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29 เม.ย. 2015
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Boosting exports with better metrology

 Sumet Ongkittikul

Measuring devices such as fruit and vegetable weighing scales, measuring cups, or tape measures have a variety of uses in daily life or for commercial purposes. These devices are common and easy to find. Industrial measuring devices, on the other hand, are carefully designed by engineers to meet the specific needs of diverse industries.

Measuring devices used in manufacturing include various types of testing and measuring instruments that can be used to implement generalised measurements or for special purposes. These measuring devices are specially engineered to meet standards and ensure product conformity with market demands.

It is important that the government imposes requirements on measuring equipment calibration and measurement traceability in various commercial and production processes to ensure international standards are met.

Metrology is beneficial to both the society and economy. It positively affects the economy by increasing economic efficiency. With metrology, the market becomes more efficient from the resulting reduction in inexact information. Both the buyers and sellers have more information about the products. Metrology also augments production efficiency by improving productivity and inducing economies of scale.

Moreover, metrology is vital for innovation as accurate measurements are needed in the technological research and development process. Furthermore, quality of life can be improved by metrology. Testing and calibration are crucial for maintaining standards to ensure public health and safety, a sound environment, consumer protection, and so on.

The National Institute of Metrology (Thailand) or NIMT plays a crucial role in developing metrology systems as a means to develop national measurement standards to be recognised internationally. Established by the National Metrology System Development Act, BE 2540 (1997) since 1998, NIMT is mandated to develop metrology technology and conduct research on measurement instruments and techniques, to issue a calibration certificate for measuring instruments and reference materials, to develop metrology technology, and to support related research initiatives. In addition, the Institute is responsible for developing human resources for metrology and promoting effectiveness of the calibration laboratories.

In general, NIMT’s metrology system development focuses on ensuring conformity between the national metrology system and  the international standards for commodity production such as the ISO 9000 – quality management, the ISO 14000 – environmental management, and the HACCP – food safety. The metrology system is an important part of the infrastructure for quality control and production standardisation in trade agreements. Given the heterogeneity in the involvement in production network related trade, which typically refers to the trade in parts and components, it is important to establish a quality standard for each product to ensure the efficiency of production.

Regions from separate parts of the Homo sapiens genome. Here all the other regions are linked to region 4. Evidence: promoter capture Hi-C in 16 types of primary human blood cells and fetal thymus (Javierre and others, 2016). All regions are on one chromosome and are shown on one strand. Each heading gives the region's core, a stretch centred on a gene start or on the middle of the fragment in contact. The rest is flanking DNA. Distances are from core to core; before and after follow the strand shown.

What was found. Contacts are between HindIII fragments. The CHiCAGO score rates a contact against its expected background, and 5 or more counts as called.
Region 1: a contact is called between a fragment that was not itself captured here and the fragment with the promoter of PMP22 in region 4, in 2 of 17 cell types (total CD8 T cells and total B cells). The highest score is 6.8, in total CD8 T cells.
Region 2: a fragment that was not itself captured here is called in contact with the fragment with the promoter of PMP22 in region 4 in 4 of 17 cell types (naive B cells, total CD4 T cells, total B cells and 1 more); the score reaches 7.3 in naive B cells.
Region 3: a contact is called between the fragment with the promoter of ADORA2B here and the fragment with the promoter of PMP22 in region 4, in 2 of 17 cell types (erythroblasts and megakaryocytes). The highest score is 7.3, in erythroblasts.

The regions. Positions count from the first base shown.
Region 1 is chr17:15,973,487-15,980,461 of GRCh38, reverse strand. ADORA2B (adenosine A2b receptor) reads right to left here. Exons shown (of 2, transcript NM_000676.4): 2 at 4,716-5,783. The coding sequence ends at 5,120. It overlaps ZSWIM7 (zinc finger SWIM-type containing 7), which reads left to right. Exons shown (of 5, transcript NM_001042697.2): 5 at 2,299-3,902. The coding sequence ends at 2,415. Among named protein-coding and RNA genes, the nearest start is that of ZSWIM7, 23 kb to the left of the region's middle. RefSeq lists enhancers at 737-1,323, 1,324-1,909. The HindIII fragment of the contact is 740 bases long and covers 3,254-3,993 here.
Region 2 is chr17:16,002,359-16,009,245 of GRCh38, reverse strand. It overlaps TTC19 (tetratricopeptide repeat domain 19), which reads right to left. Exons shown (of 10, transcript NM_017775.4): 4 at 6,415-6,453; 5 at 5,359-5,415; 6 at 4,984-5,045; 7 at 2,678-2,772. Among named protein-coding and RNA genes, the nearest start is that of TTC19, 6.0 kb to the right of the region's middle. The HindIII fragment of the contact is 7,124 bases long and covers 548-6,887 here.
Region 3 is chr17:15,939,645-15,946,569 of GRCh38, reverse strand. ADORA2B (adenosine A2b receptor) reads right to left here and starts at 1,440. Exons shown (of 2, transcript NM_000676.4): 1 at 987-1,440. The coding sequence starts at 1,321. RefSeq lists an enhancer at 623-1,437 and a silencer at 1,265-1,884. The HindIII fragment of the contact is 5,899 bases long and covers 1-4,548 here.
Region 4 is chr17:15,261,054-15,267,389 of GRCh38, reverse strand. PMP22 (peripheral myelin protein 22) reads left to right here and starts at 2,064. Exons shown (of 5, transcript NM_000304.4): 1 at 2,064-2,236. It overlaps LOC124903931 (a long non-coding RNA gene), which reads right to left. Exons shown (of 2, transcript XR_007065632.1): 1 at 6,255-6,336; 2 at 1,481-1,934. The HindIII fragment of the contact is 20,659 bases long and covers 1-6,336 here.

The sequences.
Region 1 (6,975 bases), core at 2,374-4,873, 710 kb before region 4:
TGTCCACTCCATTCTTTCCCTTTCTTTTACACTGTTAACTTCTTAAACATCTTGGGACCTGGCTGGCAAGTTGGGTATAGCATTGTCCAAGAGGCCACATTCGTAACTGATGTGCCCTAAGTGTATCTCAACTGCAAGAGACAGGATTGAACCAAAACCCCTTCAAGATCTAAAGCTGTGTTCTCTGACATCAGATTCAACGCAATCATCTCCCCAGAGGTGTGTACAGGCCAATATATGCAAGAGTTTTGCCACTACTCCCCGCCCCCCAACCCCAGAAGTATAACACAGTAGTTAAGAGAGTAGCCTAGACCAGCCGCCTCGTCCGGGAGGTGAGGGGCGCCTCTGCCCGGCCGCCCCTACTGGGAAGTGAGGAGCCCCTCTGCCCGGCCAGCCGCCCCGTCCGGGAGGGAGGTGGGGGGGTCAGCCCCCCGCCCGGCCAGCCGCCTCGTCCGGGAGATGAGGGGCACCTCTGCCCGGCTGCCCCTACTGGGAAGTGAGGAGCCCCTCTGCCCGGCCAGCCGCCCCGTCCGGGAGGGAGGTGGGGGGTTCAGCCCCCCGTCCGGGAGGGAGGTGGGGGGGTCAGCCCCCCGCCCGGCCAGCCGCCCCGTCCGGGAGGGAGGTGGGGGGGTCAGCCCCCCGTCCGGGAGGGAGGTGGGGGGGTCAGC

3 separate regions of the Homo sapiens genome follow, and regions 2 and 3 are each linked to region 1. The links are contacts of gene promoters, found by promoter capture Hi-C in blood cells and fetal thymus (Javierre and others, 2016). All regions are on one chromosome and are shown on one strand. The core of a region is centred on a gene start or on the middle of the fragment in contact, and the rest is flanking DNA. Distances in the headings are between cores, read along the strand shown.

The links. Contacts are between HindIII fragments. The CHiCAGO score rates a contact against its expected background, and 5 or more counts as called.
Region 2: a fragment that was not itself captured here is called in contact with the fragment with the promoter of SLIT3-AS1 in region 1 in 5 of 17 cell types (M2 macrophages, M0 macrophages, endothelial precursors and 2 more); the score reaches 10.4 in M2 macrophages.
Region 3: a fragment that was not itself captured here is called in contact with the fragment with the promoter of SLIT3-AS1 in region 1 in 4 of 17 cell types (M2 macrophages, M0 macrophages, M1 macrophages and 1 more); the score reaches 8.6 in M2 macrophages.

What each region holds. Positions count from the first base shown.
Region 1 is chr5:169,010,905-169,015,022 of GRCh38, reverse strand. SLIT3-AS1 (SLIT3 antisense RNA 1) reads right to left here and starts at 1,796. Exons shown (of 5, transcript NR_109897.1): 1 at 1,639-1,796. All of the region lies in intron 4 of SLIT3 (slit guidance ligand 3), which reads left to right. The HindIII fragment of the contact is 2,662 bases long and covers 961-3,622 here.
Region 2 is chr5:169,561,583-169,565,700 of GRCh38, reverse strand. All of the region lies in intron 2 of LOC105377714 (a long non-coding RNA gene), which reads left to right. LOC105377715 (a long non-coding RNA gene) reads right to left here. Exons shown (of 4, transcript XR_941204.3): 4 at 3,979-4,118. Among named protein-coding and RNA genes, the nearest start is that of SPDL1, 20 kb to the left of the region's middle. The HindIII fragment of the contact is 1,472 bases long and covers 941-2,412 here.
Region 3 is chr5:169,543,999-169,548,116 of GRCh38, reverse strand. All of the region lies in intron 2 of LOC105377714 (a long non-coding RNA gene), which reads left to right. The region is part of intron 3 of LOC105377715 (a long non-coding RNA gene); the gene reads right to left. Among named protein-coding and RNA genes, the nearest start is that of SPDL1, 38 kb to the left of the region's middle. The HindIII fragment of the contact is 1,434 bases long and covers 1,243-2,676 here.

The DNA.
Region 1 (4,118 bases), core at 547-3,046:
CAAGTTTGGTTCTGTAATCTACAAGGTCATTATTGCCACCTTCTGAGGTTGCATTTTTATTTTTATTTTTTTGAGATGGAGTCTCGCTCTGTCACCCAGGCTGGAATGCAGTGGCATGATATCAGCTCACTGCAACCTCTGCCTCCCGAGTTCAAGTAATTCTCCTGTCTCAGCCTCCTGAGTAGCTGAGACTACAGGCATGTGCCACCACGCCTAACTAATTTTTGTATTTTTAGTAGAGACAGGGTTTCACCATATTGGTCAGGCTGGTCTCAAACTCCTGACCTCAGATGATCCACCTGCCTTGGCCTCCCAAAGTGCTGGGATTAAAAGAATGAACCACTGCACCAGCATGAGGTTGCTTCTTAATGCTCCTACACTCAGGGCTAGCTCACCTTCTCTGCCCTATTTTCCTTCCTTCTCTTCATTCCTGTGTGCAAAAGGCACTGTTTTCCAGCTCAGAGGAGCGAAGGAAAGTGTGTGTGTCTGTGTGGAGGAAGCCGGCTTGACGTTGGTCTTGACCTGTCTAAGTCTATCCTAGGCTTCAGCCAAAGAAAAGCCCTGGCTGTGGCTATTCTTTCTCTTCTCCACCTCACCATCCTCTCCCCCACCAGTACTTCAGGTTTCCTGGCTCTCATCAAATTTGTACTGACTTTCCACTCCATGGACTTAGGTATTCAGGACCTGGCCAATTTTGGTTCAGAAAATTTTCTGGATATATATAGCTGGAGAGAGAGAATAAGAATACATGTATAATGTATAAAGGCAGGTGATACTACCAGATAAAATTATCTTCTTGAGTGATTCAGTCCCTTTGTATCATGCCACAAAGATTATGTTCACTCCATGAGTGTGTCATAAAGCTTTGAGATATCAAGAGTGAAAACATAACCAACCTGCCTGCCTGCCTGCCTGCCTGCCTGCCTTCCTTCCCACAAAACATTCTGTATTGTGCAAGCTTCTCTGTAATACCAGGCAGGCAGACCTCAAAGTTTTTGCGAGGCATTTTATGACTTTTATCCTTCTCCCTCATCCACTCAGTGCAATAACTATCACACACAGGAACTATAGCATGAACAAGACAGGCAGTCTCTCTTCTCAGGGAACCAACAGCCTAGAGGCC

NIMT is operationally successful in developing its calibration service provisions to support production in the country’s major manufacturing sectors including electronics and automotive industries. A study by the Thailand Development Research Institute (2014) reports the Thai calibration services market generated 120 million baht in 2012. By 2018, total revenue for the Thai calibration services market is estimated to reach 2,759 million baht or an equivalent of 14.51% of total revenue from scientific laboratory instruments markets.

Despite opportunities ahead, there are still some challenges facing NIMT in terms of industrial and organisational issues.

The industrial challenge concerns NIMT’s calibration and measurement services that mainly respond to what end-user industries need, which considerably constrains NIMT’s investment and capability enhancement, hence limiting its potential for providing greater benefits.

However, NIMT still lacks adequate calibration and measurement capacity to tackle the needs of new industries. As a result, NIMT’s calibration services have proven to be time-consuming which delays its metrology R&D efforts as well as national metrology development. Metrology research and development can help reduce the need to have instruments calibrated abroad.

The organisational challenge involves some industries that take quality calibration and certification acquisition from accredited in-house or certified commercial laboratories for granted. Without systematic accreditation assessment conducted by NIMT, accuracy and reliability of in-house and commercial calibration services would be doubtful.

Guidelines for enhancing NIMT’s capability are as follows:

Firstly, NIMT should conduct a review on industrial structure and assess the cost effectiveness of investment in metrology and calibration services.

Secondly, the institution should evaluate the measurement capabilities of the existing accredited calibration laboratories and services. It should also transfer technical knowledge on calibration and standards to laboratories with lower quality calibration to boost capacity and bring about greater benefits for the economy.

Finally, metrological research should be promoted and supported to contribute to innovation in measurement science. Since metrology is connected with the national economy and people’s livelihoods, products which have their quality and safety ensured by metrology should be accessible to everyone.


Sumet Ongkittikul is Director for Transport and Logistics Policy at the Thailand Development Research Institute. Policy analyses from the TDRI appear in the Bangkok Post on alternate Wednesdays.

First published: ฺBangkok Post, April 29, 2015


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